Irish rights commission can copy North’s legal action on abortion

Route open for Dublin-based body but would involve Strasbourg decision on Republic law

The existing law in Northern Ireland only allows for abortions in cases where a woman’s life is at risk or there is a serious risk to her mental or physical health. Photograph: Getty Images

The existing law in Northern Ireland only allows for abortions in cases where a woman’s life is at risk or there is a serious risk to her mental or physical health. Photograph: Getty Images

 

The Irish Human Rights and Equality Commission can copy the Northern Ireland legal action that led to a ruling that its abortion laws breach the European Convention on Human Rights, two members of the commission have said.

However, an application by the Dublin-based body would involve the European Court of Human Rights in Strasbourg deciding whether Irish constitutional law on abortion was in breach of the convention, as against common law, as was the case in the Belfast ruling.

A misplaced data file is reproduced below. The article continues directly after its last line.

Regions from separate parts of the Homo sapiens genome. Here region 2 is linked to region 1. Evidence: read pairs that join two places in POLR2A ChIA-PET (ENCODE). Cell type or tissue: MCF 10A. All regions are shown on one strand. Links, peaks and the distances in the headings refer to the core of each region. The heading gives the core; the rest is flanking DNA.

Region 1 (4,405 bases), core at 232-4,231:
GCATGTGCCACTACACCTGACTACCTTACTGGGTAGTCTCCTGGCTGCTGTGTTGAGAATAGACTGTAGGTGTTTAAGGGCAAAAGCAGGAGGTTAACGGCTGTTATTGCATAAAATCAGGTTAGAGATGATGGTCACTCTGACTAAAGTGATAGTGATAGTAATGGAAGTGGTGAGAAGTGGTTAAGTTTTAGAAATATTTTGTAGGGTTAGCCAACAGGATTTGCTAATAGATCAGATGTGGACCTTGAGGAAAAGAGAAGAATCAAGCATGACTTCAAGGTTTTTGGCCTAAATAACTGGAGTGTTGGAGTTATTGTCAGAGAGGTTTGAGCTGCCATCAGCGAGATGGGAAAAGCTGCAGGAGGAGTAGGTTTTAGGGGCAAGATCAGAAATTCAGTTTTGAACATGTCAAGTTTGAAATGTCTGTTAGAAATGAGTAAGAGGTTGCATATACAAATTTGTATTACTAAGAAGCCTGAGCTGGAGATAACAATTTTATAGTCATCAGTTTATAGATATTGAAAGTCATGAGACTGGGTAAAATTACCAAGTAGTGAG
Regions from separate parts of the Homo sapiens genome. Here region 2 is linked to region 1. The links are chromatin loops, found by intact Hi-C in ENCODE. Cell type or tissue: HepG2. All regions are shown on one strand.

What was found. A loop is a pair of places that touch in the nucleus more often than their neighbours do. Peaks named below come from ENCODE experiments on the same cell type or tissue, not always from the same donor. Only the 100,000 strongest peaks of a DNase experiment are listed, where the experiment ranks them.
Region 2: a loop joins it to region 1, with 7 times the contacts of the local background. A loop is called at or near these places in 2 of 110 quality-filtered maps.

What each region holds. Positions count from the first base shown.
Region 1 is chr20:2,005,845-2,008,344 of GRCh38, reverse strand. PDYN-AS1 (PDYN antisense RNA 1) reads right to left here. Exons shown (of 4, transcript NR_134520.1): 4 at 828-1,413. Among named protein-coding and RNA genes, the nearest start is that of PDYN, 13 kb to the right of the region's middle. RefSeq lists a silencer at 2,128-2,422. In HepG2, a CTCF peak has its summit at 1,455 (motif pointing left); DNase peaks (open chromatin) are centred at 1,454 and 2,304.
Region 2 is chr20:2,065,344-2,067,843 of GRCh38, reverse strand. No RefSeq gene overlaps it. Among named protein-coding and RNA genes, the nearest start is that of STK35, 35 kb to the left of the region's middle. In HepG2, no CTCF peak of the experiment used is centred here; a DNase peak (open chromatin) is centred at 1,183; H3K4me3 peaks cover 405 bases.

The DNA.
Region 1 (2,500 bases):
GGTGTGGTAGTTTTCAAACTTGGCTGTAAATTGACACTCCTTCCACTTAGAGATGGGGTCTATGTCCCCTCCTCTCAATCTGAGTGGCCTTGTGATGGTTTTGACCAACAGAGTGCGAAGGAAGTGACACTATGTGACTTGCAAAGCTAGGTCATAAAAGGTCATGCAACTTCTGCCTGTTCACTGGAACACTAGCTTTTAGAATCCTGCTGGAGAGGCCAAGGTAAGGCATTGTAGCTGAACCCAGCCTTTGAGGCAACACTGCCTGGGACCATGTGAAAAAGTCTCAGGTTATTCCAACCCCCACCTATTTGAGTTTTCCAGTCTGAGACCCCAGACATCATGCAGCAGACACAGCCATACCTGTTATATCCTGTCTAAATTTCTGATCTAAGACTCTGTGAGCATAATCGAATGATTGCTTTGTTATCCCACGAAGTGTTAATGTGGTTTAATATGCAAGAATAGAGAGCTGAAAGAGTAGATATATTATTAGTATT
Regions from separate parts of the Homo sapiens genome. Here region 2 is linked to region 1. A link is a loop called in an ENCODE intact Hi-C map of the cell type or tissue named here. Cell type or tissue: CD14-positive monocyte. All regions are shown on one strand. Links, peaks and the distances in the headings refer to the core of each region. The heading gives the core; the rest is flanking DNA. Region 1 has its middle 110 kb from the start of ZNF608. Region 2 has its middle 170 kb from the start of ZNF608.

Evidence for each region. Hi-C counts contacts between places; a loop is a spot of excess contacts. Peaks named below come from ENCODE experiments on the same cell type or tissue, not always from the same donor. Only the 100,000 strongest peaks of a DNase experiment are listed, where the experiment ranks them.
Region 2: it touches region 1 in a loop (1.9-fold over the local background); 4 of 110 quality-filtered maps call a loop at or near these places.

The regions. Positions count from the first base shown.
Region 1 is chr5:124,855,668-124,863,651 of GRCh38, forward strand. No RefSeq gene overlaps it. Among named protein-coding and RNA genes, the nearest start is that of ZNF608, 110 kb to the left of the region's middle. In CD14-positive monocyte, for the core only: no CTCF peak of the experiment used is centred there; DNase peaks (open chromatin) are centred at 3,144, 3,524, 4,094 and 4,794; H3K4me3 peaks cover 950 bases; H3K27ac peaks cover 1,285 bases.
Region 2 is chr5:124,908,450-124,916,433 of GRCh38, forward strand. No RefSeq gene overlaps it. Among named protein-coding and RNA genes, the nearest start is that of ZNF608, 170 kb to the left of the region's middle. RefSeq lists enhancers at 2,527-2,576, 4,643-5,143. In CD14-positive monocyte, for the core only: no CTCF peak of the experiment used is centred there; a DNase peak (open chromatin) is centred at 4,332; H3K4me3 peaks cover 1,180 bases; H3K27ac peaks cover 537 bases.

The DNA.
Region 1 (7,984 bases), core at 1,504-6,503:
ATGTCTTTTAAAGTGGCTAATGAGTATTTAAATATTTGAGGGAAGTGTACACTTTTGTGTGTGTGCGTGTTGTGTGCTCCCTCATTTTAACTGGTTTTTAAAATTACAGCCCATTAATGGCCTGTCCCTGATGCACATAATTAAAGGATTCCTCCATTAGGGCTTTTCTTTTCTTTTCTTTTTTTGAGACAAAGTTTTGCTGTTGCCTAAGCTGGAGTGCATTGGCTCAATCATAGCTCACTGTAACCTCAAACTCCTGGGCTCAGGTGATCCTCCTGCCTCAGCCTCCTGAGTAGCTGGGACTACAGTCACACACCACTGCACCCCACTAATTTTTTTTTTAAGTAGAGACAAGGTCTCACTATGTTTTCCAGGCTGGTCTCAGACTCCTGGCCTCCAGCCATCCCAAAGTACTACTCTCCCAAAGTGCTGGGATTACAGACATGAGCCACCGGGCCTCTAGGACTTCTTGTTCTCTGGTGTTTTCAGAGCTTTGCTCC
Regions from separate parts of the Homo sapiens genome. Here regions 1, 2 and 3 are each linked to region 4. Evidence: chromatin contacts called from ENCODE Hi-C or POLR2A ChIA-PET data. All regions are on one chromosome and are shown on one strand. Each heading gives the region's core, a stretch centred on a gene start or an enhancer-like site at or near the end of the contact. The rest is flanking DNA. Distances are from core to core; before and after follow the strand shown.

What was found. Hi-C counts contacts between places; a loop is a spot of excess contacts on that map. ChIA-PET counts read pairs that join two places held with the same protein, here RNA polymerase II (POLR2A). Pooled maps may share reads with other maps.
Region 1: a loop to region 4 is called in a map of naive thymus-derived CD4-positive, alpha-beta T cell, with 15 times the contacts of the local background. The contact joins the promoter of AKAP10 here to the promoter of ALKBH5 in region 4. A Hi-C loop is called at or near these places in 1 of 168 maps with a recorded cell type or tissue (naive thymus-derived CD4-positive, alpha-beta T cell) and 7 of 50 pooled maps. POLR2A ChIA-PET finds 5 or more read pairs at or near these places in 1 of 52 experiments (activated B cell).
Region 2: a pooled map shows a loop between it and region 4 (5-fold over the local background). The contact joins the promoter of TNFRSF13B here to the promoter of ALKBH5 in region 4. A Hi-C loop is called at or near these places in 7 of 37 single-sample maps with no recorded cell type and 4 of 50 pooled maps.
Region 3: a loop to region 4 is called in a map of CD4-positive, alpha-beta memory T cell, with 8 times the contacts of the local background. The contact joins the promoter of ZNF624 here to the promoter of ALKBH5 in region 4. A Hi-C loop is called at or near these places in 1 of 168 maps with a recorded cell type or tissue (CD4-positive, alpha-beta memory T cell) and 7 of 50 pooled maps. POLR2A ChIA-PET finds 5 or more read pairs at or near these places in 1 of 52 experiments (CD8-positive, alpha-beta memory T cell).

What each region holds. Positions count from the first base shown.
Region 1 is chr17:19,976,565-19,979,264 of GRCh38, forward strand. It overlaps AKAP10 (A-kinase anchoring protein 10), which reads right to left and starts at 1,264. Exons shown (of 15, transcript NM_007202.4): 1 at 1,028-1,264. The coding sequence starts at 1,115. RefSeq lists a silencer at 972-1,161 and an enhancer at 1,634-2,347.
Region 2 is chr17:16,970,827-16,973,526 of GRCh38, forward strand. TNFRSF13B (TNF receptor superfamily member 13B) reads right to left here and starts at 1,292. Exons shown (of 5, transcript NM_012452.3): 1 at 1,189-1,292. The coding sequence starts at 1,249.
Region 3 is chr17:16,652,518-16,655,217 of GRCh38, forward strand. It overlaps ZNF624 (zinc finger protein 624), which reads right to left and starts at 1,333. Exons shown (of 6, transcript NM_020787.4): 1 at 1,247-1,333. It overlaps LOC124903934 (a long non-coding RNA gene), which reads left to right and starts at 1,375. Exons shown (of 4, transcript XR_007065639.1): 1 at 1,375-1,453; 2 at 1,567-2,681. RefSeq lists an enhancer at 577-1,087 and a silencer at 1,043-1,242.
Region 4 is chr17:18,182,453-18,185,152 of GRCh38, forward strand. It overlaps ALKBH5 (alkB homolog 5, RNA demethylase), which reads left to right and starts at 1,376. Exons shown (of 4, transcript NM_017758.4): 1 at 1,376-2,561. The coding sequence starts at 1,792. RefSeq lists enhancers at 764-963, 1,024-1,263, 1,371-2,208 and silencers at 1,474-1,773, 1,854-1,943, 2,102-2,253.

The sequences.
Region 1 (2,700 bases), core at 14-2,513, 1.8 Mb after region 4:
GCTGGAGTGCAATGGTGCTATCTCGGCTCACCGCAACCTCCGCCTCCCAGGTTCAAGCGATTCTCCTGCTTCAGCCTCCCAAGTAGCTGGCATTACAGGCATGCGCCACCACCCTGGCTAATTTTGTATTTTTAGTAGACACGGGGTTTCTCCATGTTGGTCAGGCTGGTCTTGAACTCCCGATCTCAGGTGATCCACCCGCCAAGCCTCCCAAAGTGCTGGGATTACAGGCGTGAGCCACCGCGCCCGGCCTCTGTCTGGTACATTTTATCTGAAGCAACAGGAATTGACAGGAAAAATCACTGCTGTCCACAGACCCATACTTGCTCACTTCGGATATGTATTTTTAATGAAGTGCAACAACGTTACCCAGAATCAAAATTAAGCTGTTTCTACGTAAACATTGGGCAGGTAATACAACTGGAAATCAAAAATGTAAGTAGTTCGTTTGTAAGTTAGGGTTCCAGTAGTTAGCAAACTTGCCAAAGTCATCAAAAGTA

Any ruling that Ireland was in breach of the convention would create an obligation to rectify the breach – by way of a referendum if necessary – according to Prof Siobhán Mullally of UCC, a member of the commission.

Similar case

David Joyce

“There are shortcomings in the legislation in the Republic. It is something in my view that needs to be addressed,” he said.

Both Prof Mullally and Mr Joyce emphasised that they were speaking personally and not seeking to represent the opinion of the commission.

The human rights body, which is headed by chief commissioner Emily Logan, is to meet on December 16th, though it is expected to examine the political debate surrounding the Eighth Amendment in the new year.

The existing law in Northern Ireland only allows for abortions to be carried out in cases where a woman’s life is at risk or there is a serious risk to her mental or physical health.